Warwickshire residents can enjoy a sweet treat and help fight the war on plastic

Residents in Warwickshire can now enjoy a sweet treat and help do more to help fight the war on plastic.

Wednesday, 28th March 2018, 12:40 pm
Updated Wednesday, 28th March 2018, 12:45 pm
Warwickshire Wildlife Trust staff Pete Thorne, Louise Barrack, Philippa Truman and Debbie Wright with biscuit wrappers. Photos by Paula Irish (WWT) 2018.

The Warwickshire Wildlife Trust has signed up to a recycling scheme with TerraCycle to recycle biscuit and cracker wrappers.

Current household recycling facilities do not accept the wrappers but residents can sign up to this scheme, where they will not only recycle but they will also earn money for the Wildlife Trust.

For every piece of waste the Trust sends to TerraCycle they will earn 2p.

You can now recycle your biscuit wrappers and help the Warwickshire Wildlife Trust at the same time.

Jo Hands, fundraising officer at the Trust, said: “We started the wrapper scheme just before Christmas. One of our volunteers found out about the scheme and tipped us off about it. We have just sent in our first collection so we are waiting to find out how much all the festive munching raised.

“We already raise around £600 a year with other recycling schemes such as recycling used stamps, ink cartridges, old mobile phones, foreign and old coins and bank notes. We are always looking to expand this side of fundraising as it is not only a good way to fund our work, recycling is also good for the environment and so it is an environment double win.”

TerraCycle recycles all the waste sent in and the resulting recycled plastic material is used to make new products such as garden lumber, benches and waste bins instead of the manufacturers creating new virgin plastics.

Jo said: “As an environmental charity we have been striving to reduce our use of plastics for a long time, for example our members’ magazine is posted out in paper envelopes rather than plastic sleeves.

You can now recycle your biscuit wrappers and help the Warwickshire Wildlife Trust at the same time.

“Landfill waste is a serious issue that affects everyone and wildlife. If everyone takes steps to recycle some of their waste then the impacts can be significantly reduced.”

Ian Jelley, director of living landscapes at Warwickshire Wildlife Trust, said: “The Government recently launched its new 25 Year Environment Plan, where it stated that it aims to eliminate avoidable plastic waste by 2042. Warwickshire Wildlife Trust is calling on the Government to take leadership on this issue and act much sooner.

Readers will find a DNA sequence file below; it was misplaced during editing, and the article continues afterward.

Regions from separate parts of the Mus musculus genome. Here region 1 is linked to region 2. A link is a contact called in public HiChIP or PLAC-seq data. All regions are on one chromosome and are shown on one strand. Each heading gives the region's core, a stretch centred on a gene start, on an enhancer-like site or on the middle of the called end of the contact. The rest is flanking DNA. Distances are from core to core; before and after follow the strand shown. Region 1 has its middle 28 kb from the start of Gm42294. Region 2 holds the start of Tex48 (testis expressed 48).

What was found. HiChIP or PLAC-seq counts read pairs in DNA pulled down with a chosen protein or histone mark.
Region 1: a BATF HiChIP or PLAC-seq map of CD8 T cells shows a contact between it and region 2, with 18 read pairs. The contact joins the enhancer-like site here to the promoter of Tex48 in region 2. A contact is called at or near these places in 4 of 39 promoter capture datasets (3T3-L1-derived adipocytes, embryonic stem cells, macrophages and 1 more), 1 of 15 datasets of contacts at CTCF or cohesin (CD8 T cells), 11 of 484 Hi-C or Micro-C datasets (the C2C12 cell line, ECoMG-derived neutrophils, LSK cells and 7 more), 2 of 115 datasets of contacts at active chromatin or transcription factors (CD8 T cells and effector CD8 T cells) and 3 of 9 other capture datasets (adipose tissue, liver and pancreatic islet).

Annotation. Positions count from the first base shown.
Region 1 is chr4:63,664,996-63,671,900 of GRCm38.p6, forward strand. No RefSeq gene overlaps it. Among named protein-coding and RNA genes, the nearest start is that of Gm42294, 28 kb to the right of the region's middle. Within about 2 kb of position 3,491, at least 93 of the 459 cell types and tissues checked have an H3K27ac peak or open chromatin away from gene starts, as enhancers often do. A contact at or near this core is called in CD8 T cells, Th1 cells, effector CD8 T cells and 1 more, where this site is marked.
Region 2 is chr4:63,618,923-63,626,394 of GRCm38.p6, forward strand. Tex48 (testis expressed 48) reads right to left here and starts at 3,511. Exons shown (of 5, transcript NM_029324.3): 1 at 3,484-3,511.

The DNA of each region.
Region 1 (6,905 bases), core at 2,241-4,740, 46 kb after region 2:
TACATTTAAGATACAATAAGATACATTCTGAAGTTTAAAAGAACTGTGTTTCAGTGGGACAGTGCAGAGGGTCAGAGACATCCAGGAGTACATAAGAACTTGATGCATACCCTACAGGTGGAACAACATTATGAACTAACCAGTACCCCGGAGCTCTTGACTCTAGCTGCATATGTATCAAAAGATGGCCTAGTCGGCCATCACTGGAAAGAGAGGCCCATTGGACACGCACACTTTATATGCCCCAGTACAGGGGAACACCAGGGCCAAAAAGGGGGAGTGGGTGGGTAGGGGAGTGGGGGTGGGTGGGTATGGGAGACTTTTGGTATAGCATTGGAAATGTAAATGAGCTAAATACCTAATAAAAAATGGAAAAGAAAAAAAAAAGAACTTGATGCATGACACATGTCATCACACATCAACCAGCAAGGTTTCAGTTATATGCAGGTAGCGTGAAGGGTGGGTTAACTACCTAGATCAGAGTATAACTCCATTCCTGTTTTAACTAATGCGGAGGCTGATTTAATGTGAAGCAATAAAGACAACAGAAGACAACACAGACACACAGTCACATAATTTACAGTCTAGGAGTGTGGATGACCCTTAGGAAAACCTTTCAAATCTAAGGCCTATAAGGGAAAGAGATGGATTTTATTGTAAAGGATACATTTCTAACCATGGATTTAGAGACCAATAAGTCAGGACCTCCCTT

“Single use plastic waste poses significant risks to wildlife, the wider environment and human health. The recent media coverage has highlighted the impact plastic is having on our oceans, and it is also a significant problem inland for wildlife in counties like Warwickshire.

“The Government should use legislation in the form of a new Environment Act to enforce the reduction of single use plastics. Businesses also have a role to play in reducing single use plastic waste. Single use plastic has never been more at the centre of people’s consciousness.

“However, consumer choice is still led by businesses which can make a choice in how they package goods in our shops. Alternative solutions are available which, for comparable cost, can have a far lesser impact on our environment. Recycling schemes like the ones Warwickshire Wildlife Trust co-ordinate are an excellent way of tackling the problem.

“However, these need to work alongside a commitment from Government, business and individuals to reduce the consumption of single use plastic.”

Warwickshire residents can get involved with the biscuit wrappers scheme.

They can drop them off at the Warwickshire Wildlife Trust’s Brandon Marsh nature centre near Coventry or at the Parkridge nature centre in Brueton Park, Solihull.

Residents can also post the wrappers for free by registering at www.terracycle.co.uk where they can choose Warwickshire Wildlife Trust as the charity to support.

They can then select what they are recycling and then print off a freepost label to stick to their box of wrappers, which can be sent via the post office.